A few days after coming out to herself, Chitra came out to her then spouse.
"We had loved each other for almost a decade, and had been married a few years by this point. She trusted and supported me completely. We decided to figure this out together. Her support meant everything. We began by reaching out to a therapist who specialized in gender."
"A few months later, once I felt a little more comfortable with the idea, I came out to my parents. Thankfully, they did not dismiss it outright. But they took their time. For two years after this, we did not discuss it again. And then, once I was transitioning, my mother finally said, 'Okay I will call you my daughter from now on.' She took a couple of weeks to adjust to it, but then started addressing me as her daughter using the right pronouns. A few months later, my father came on board as well. It has been about four years, and they have totally accepted me as their daughter now, even while talking about past events."
"After my parents and my brother, a few close relatives also followed suit. And that's enough for me. The same happened with my friends - a few were immediately supportive, most came on board eventually over the years, and some have stopped speaking to me entirely - which is good because it has helped me realize who my true friends are."
A few months before she came out to herself and her then-spouse, Chitra began growing her hair out.
"I decided to keep the long hair for good. Just before coming out, I had learned about HRT (hormone replacement therapy), laser hair removal, and the surgical options available to trans women. I would wish that someone would just flip a switch and suddenly turn me into a woman, without any of the social issues and consequences. But that is obviously not the reality that we live in."
In the real world, there is a strong history of physical violence against trans people in public spaces. They can lose their jobs, their partners, their homes - everything that comes with the package deal of not fitting into society's definitions of 'normal'. It was a difficult choice.
"I would wonder - what if I can't deal with those consequences? What if I give up in between? Finally, I decided to just take things one by one. I was already growing my hair out. I decided to at least try one session of laser. After that session, when I felt that my skin was soft and smooth, I realized that I definitely want this and I'm willing to go through whatever pain to be able to feel like this all the time. And, so I finally went ahead with the HRT and the transition."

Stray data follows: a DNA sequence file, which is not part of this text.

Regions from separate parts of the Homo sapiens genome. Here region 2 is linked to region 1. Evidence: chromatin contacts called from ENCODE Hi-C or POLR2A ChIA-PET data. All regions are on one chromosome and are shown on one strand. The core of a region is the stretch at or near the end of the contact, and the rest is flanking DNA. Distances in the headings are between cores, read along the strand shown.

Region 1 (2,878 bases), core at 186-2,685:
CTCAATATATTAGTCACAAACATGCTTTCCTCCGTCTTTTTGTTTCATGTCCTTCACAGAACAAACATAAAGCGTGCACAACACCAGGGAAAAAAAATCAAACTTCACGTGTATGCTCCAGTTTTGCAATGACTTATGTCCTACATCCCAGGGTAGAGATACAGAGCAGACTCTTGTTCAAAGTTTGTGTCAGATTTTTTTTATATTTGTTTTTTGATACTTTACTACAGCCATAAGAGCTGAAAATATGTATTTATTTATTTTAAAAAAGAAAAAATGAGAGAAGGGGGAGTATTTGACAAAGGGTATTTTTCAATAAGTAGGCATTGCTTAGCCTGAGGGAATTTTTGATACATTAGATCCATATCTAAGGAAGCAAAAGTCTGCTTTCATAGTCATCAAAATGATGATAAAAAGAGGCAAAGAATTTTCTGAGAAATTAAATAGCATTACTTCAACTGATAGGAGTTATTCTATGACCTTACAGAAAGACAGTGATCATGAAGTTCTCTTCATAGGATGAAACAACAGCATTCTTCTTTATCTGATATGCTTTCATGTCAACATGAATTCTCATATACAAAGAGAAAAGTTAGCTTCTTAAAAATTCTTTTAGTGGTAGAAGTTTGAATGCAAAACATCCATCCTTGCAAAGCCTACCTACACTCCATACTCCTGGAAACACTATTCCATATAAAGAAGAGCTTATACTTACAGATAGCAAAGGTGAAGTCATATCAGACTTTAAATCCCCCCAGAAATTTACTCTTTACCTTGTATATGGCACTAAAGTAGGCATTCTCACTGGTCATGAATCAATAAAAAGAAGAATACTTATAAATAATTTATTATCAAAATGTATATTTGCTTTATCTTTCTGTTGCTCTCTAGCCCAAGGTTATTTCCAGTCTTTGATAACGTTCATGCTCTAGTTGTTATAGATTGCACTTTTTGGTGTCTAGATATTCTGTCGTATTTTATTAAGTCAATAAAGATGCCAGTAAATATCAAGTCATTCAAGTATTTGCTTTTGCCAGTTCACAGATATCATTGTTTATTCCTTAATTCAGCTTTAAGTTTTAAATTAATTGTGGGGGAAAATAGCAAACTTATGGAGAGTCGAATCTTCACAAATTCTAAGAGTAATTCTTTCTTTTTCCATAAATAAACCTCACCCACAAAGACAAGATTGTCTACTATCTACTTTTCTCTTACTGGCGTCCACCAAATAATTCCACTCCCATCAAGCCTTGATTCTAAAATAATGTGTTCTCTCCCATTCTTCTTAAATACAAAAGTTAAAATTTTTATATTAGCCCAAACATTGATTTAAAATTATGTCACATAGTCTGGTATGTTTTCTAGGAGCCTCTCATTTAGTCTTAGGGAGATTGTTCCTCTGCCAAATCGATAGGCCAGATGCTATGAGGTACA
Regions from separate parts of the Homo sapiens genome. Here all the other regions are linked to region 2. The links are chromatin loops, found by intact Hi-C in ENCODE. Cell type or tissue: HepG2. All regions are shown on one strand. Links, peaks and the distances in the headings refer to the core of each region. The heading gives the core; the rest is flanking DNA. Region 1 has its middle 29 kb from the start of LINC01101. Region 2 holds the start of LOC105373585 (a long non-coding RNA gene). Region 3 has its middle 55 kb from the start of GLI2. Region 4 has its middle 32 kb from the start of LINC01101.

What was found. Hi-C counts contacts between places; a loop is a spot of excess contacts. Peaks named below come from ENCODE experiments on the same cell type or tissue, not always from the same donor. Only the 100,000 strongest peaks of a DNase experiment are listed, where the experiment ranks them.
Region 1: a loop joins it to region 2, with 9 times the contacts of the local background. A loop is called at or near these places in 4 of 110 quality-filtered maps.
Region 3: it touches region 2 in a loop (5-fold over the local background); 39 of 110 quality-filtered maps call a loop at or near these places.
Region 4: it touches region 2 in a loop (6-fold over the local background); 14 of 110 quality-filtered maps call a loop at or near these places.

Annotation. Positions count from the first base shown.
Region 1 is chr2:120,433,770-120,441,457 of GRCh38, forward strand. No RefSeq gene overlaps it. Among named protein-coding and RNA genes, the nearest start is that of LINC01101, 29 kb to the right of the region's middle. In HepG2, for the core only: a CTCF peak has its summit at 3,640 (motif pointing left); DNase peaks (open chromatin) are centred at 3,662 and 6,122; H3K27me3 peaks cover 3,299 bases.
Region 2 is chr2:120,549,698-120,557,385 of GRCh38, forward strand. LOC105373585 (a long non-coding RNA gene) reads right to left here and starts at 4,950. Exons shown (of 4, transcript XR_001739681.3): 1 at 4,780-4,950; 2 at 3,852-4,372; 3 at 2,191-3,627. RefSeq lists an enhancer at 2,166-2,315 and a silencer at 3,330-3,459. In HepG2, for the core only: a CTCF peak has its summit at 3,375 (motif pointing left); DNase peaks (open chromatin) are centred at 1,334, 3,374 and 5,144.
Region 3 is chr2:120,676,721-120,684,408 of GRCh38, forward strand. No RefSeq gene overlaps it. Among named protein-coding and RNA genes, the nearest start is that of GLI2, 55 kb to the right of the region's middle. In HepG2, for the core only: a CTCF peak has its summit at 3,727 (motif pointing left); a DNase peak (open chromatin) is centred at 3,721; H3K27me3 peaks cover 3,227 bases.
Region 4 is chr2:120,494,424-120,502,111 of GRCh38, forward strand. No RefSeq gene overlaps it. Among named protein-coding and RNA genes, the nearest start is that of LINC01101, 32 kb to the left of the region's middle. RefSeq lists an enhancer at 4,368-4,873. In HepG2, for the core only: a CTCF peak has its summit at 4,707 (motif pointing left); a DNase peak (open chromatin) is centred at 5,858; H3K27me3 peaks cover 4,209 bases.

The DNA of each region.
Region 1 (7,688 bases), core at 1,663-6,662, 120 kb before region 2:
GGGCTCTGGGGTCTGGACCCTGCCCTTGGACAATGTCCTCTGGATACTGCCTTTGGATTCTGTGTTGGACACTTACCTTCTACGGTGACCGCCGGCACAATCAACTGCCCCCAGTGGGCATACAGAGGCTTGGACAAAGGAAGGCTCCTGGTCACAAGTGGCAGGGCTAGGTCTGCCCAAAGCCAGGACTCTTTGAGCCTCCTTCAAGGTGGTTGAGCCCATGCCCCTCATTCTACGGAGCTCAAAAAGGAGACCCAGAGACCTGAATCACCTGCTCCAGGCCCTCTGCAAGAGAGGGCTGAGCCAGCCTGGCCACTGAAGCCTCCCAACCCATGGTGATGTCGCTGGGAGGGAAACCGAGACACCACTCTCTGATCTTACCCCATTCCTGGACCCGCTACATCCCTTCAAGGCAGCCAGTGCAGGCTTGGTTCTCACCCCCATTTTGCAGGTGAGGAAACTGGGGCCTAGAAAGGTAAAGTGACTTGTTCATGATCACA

"As I transitioned, I also started feeling more at peace with myself. That was when I knew that I had taken the right decision and that I can never go back. It almost felt like there was this whole person inside me who had been imprisoned all these decades, and was finally getting out now."
It should come as no surprise to anyone that our government systems and processes are not exactly the paragons of trans-inclusivity.
"Government processes are tough for everyone. But with trans people, there is a different degree of policing altogether. Government officials will simply refuse to change your paperwork even if you follow all processes. They will say things like, 'No, no, why do you want to change your name? This name is of this gender. Why would you change your gender?' Until 2014, they would actually ask for proof of what was considered a ‘complete’ transition, with the surgeon's letter and everything. That excluded people who could not afford the surgeries. You also need a psychiatrist's sign-off. After the NALSA judgment in 2014 by the Supreme Court of India, all this was no longer mandatory, as everyone had the right to self-identify their gender, at least on paper.”